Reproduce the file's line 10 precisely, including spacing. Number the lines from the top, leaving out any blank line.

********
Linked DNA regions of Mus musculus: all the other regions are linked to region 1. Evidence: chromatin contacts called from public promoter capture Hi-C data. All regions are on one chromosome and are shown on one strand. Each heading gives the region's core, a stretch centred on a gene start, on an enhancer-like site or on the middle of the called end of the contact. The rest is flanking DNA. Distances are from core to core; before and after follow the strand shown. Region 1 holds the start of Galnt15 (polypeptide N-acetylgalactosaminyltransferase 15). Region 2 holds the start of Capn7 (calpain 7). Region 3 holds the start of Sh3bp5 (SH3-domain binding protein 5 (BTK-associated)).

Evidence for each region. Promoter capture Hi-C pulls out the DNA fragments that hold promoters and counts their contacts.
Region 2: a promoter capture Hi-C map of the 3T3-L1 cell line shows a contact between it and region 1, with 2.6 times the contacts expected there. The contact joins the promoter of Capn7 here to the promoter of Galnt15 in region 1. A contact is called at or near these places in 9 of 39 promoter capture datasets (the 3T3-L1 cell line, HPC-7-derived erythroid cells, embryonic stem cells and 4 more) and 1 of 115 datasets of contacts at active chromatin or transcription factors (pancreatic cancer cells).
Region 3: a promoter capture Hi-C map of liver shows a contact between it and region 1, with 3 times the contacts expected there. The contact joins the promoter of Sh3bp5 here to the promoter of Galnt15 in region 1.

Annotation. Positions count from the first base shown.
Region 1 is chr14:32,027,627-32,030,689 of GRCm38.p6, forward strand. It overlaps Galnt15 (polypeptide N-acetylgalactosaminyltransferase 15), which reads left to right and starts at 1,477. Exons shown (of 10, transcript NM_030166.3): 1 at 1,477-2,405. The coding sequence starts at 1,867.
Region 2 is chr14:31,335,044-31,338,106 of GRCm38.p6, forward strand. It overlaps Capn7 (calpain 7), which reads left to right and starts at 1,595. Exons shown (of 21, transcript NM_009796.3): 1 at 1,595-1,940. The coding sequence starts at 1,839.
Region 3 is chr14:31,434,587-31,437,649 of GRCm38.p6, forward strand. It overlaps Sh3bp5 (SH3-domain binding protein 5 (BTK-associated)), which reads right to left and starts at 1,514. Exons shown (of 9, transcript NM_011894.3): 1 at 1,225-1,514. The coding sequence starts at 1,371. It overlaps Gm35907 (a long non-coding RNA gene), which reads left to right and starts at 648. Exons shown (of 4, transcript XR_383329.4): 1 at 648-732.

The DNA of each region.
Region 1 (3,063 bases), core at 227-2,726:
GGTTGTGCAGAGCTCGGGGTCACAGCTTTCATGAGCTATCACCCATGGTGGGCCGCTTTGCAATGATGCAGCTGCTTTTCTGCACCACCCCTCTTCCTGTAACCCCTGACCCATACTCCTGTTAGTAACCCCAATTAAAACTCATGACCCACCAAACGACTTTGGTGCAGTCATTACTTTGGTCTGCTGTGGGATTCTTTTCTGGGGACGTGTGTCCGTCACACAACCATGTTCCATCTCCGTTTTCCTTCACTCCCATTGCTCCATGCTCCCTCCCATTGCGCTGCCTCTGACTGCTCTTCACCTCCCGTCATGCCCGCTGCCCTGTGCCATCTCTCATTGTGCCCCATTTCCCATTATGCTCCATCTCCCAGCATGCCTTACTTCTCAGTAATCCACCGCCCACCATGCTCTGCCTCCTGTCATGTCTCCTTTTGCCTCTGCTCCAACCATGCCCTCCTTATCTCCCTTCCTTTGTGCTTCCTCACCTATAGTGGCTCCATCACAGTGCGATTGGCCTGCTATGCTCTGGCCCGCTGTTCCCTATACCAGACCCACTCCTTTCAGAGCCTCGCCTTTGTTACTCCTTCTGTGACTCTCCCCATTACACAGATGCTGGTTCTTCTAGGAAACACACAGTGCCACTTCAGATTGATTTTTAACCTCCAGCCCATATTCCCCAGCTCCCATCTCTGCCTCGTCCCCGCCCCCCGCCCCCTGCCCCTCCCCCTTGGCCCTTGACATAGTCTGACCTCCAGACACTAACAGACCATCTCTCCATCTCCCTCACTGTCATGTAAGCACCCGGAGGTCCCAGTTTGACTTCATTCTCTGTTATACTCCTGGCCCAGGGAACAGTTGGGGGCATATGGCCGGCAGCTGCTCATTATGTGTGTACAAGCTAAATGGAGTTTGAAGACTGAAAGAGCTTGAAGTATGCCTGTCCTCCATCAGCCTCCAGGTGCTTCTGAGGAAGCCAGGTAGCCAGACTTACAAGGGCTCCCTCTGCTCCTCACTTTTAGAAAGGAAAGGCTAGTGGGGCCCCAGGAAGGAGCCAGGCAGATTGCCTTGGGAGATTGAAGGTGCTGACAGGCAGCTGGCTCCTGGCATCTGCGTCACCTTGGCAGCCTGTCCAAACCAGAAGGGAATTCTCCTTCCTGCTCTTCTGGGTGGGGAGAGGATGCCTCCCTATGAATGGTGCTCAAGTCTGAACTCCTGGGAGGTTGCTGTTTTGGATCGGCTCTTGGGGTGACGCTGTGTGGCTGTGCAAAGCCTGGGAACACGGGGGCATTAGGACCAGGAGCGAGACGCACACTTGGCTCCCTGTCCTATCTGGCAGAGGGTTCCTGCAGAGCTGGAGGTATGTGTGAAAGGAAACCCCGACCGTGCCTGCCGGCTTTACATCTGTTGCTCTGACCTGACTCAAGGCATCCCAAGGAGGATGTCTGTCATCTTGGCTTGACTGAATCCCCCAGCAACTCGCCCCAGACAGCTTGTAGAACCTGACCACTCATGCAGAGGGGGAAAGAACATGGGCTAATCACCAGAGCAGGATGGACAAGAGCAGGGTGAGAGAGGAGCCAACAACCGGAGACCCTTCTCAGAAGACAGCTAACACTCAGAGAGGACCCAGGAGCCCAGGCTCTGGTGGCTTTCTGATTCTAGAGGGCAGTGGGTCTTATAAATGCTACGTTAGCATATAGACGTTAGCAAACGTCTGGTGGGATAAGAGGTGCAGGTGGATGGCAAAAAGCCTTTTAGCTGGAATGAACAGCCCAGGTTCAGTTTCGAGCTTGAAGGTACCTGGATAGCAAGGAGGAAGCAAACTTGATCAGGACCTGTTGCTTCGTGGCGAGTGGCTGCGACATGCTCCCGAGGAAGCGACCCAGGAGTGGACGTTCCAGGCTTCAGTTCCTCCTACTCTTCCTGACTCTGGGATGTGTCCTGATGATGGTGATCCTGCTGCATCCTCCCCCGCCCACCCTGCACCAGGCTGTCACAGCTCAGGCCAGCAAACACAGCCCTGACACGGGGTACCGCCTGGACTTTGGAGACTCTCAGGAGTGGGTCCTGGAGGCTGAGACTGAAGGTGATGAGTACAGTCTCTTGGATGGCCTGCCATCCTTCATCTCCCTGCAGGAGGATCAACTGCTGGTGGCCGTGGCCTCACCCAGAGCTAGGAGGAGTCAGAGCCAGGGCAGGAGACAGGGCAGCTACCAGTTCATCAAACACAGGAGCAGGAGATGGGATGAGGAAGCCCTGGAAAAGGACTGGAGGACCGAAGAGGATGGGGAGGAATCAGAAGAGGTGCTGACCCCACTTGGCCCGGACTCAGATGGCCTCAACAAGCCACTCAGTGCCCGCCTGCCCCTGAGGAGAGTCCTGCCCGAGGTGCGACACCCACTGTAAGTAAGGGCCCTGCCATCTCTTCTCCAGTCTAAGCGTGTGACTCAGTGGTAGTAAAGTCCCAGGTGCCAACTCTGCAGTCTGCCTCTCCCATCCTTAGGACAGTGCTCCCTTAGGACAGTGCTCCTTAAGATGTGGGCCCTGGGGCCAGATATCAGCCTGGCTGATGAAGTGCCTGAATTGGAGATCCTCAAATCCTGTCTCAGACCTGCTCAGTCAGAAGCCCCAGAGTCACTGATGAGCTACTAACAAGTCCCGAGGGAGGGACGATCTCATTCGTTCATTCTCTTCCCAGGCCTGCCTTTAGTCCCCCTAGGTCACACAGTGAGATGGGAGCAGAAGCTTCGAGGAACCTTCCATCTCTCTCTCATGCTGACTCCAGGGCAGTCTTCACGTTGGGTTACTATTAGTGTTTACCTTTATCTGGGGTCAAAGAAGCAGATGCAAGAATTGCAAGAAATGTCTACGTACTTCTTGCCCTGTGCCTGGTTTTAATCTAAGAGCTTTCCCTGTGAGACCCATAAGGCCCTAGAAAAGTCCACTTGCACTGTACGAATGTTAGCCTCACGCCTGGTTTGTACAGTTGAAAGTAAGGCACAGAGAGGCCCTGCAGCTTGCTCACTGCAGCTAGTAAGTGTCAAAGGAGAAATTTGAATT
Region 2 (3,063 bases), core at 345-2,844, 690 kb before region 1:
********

Region 1 (3,063 bases), core at 227-2,726: